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Friday, March 21, 2008

Idol Fever!!

It's America's favorite guilty pleasure but, like me, no one seems to feel guilty for watching. Every season starts with the hilarious auditions, most of which are made up of people who just want to be on TV and know they have no chance. By the time the early finalists get to Hollywood, most of us have already picked favorites, even predicting the next winner.

If there's one thing that I've noticed most recently, it's that the talent each year has significantly dropped, which is exactly opposite of what the announcers and judges say to get us excited about watching. Two years ago, Taylor Hicks was crowned the American Idol and was since dropped from his record label after lackluster sales. Personally, I loved Taylor's Cocker-esque approach and I think his album is a nice departure from the pop standard that Idol winners have adhered to. Behind him was Katherine McPhee, who seems less interested in making music than just being seen, and Chris Daughtry who is undoubtedly the most successful non-winner. I've heard him called the best Idol loser, but there's nothing about him that earns the title "loser" as he had the best-selling album of 2007. Last season belonged to Jordin Sparks, pretty much through the whole competition and there weren't too many others who have even been heard of since.

I feel that Kelly Clarkson is the most successful American Idol so far, closely followed by Carrie Underwood. To me, they represent what the competition is all about, which is finding a true unsigned talent and giving them the opportunity to prove that they have what it takes. Nobody can deny that those two have what it takes to be around for a very long time, as long as they wish to be at least. Even with Kelly's recent troubles regarding her album "My December" I think she will easily bounce back to the kind of success she found on her sophomore album "Breakaway". One thing that has to be admired, is Kelly's strong conviction in the way she stood by her album when record exes such as legendary Clive Davis, told her to rework the album. While Ruben Studdard's albums have not performed on the charts as Kelly's or Carrie's, I believe he was the clear winner of season two, deservedly so.

This season has been boasted by judges as having the most talented group ever, and I have yet to agree. Early standouts for me are David Archuleta, David Cook "the rocker", Michael Johns, and Irish lass Carly Smithson. I learned early in the season that Carly Smithson was previously a signed artist and that Idol will be seeking out some professional singers like her to add to the group, in hopes of raising the level of competition each year.

My prediction is a finale standoff between Carly and David Archuleta. My wife Kacy likes Dave Cook, and besides him being the rocker guy of the group I'm not sure why. The female rocker, Amanda Overmyer was the last Idol to be sent home, after another southern-fried Joplin-inspired take on "Back In The USSR". After a successful week of music from the Lennon-McCartney partnership, Idol decided to continue the theme of music from the Beatles for a second week. Unfortunately, the performances universally dropped from the first to second week of the same theme. Amanda was critiqued for always doing the same thing, as Paula asked her to try something more vulnerable and soft and Simon said that her typical approach was "boring". Amanda replied with "ballads are boring" and went on to say "I have a minute and a half to show these people what they'd see if they bought a ticket." Something about counting chickens is coming to mind.........weird.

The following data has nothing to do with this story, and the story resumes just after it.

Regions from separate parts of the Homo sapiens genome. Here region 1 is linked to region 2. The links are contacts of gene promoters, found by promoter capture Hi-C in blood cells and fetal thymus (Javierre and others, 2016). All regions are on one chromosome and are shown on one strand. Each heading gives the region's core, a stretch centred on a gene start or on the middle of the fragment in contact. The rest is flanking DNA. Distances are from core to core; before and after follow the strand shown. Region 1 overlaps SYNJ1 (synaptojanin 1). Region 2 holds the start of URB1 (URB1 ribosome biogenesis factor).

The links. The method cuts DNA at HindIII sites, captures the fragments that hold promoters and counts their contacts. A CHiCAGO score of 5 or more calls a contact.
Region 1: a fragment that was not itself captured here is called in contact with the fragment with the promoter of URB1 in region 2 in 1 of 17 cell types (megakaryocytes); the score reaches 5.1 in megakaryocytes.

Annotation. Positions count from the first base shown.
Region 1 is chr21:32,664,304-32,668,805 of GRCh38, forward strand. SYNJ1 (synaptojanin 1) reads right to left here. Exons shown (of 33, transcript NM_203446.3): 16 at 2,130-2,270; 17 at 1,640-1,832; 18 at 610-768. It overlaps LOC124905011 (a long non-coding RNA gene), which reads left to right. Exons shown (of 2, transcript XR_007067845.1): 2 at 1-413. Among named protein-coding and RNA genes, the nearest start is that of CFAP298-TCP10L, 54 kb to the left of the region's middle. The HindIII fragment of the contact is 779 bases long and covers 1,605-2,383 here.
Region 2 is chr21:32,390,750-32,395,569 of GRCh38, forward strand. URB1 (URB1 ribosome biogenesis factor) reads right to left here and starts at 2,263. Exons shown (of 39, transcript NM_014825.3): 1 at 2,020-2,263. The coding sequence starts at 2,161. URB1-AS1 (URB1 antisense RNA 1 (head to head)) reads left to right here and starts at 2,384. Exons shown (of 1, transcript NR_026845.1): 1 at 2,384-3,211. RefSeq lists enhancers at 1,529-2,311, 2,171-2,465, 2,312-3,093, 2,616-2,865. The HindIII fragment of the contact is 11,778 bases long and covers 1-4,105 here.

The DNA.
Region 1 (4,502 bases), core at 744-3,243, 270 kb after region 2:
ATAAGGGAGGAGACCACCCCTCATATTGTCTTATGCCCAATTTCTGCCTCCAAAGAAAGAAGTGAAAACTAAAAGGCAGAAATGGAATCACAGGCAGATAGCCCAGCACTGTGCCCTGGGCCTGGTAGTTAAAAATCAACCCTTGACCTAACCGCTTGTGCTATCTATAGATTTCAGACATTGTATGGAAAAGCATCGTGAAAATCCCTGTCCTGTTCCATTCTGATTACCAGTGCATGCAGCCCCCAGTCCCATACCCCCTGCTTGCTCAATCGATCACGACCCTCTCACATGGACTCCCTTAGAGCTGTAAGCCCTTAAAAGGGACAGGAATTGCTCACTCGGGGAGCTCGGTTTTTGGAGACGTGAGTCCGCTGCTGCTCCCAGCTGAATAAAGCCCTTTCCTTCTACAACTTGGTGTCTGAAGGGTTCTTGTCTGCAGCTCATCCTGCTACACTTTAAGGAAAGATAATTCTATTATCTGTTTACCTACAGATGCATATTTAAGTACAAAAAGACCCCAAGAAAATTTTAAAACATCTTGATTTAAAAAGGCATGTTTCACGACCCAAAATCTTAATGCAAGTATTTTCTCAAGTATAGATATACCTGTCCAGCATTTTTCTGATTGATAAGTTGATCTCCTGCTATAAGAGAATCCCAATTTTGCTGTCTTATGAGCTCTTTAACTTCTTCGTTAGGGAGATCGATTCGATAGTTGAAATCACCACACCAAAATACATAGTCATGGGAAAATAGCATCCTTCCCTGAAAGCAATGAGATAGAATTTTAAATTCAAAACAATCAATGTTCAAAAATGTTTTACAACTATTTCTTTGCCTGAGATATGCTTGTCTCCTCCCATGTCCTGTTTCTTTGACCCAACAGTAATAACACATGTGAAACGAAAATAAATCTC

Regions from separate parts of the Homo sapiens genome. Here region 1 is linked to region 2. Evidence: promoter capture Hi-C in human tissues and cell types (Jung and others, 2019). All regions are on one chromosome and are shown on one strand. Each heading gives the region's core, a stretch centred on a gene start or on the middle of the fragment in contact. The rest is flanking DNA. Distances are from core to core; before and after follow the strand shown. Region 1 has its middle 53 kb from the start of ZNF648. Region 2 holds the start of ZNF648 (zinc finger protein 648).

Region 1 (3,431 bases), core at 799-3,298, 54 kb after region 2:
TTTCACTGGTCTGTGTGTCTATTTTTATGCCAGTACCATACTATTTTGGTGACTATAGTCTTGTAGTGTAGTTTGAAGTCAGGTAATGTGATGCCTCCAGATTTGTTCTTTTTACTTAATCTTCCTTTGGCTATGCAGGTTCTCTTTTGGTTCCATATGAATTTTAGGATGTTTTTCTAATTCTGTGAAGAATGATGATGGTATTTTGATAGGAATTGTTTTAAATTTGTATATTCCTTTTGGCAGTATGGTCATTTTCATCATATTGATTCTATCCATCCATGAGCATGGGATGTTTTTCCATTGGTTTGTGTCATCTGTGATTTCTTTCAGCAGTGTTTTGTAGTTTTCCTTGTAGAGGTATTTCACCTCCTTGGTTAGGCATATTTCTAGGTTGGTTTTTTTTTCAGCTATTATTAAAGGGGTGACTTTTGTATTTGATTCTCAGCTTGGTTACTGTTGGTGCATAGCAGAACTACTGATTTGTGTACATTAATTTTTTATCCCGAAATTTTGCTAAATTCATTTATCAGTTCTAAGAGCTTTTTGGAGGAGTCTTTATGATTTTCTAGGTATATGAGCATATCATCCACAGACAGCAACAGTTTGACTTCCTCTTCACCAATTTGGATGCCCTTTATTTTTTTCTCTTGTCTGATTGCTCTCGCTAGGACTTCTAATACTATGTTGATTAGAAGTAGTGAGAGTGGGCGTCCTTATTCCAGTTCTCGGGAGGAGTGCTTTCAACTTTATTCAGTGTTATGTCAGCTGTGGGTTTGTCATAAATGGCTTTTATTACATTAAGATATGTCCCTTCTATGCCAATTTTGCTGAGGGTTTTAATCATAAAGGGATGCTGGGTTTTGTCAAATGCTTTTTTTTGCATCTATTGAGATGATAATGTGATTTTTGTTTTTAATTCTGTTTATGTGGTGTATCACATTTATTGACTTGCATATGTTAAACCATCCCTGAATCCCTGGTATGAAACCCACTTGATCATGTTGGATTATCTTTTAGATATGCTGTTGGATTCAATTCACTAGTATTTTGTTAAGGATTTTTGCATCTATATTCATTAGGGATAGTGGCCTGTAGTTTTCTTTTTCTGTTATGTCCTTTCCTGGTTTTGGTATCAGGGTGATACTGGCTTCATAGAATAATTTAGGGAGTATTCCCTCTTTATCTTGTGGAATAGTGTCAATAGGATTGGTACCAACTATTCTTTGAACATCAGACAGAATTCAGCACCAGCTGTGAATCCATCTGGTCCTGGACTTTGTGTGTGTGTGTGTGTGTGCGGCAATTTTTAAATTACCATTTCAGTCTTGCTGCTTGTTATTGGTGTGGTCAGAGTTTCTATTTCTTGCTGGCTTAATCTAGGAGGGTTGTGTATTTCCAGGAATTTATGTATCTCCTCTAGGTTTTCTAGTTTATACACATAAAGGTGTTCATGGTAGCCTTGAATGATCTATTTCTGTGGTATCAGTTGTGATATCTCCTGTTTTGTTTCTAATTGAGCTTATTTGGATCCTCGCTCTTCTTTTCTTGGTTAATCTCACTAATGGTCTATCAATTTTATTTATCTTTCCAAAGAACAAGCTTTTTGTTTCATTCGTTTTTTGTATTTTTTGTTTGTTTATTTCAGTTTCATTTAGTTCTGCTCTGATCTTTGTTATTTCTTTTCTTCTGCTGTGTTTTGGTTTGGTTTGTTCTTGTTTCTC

Something that Simon said recently is a perfect statement to sum up the evolution of the show. He told David Cook after his performance of "Elanor Rigby" that if American Idol continues to be a talent contest rather than a popularity contest, he just might win the whole thing. Usually, most of what comes from Simon Cowell is just negative criticism and useless rantings which makes his presence look more and more like a ratings tool. However, I could not agree more with that statement. Despite my earlier comments, I think Taylor Hicks won American Idol because the "Soul Patrol" had his back. Sanjaya, from season 6, is a perfect example of popularity vs. talent as most viewers were more eager to see what his hair would be doing than his song choice.
One disappointing aspect of Idol is the annual display of prior "questionable" activity which is dug up on a few contestants, some of which have been eliminated as a result of their troubled pasts. The show is supposed to be a search for the next great recording artist, according to Simon. There really is no need to air out the dirty laundry of these aspiring music artists, except to feed the tabloid beast and its devoted followers. I'm wondering if Idol will ever get smart and start screening people so we can concentrate on the music rather than the pictures that may surface, featuring our next group of hopefuls in compromising situations.

Until then, we can watch David Archuleta charm us week by week and Carly Smithson school the others on how to give a flawless performance.

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